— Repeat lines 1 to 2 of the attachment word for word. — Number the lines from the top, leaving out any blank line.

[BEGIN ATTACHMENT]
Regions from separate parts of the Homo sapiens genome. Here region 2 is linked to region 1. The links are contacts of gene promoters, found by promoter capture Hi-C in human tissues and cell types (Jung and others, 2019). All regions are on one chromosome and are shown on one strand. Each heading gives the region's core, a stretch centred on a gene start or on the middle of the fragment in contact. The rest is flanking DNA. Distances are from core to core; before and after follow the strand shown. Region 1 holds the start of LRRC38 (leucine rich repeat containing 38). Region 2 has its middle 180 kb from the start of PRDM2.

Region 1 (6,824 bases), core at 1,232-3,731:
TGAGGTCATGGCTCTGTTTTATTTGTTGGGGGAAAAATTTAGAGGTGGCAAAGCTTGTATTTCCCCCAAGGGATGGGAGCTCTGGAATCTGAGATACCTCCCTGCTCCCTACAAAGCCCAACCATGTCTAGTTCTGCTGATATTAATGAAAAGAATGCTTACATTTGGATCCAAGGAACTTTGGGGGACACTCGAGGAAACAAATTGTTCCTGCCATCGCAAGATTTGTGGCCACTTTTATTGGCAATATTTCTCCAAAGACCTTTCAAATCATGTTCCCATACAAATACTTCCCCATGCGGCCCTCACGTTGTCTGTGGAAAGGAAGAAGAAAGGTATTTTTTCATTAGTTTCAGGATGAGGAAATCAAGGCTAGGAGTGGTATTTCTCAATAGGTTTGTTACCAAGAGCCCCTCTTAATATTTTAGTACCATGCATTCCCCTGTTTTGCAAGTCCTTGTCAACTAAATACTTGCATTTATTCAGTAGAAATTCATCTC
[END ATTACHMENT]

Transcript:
Regions from separate parts of the Homo sapiens genome. Here region 2 is linked to region 1. The links are contacts of gene promoters, found by promoter capture Hi-C in human tissues and cell types (Jung and others, 2019). All regions are on one chromosome and are shown on one strand. Each heading gives the region's core, a stretch centred on a gene start or on the middle of the fragment in contact. The rest is flanking DNA. Distances are from core to core; before and after follow the strand shown. Region 1 holds the start of LRRC38 (leucine rich repeat containing 38). Region 2 has its middle 180 kb from the start of PRDM2.

Region 1 (6,824 bases), core at 1,232-3,731: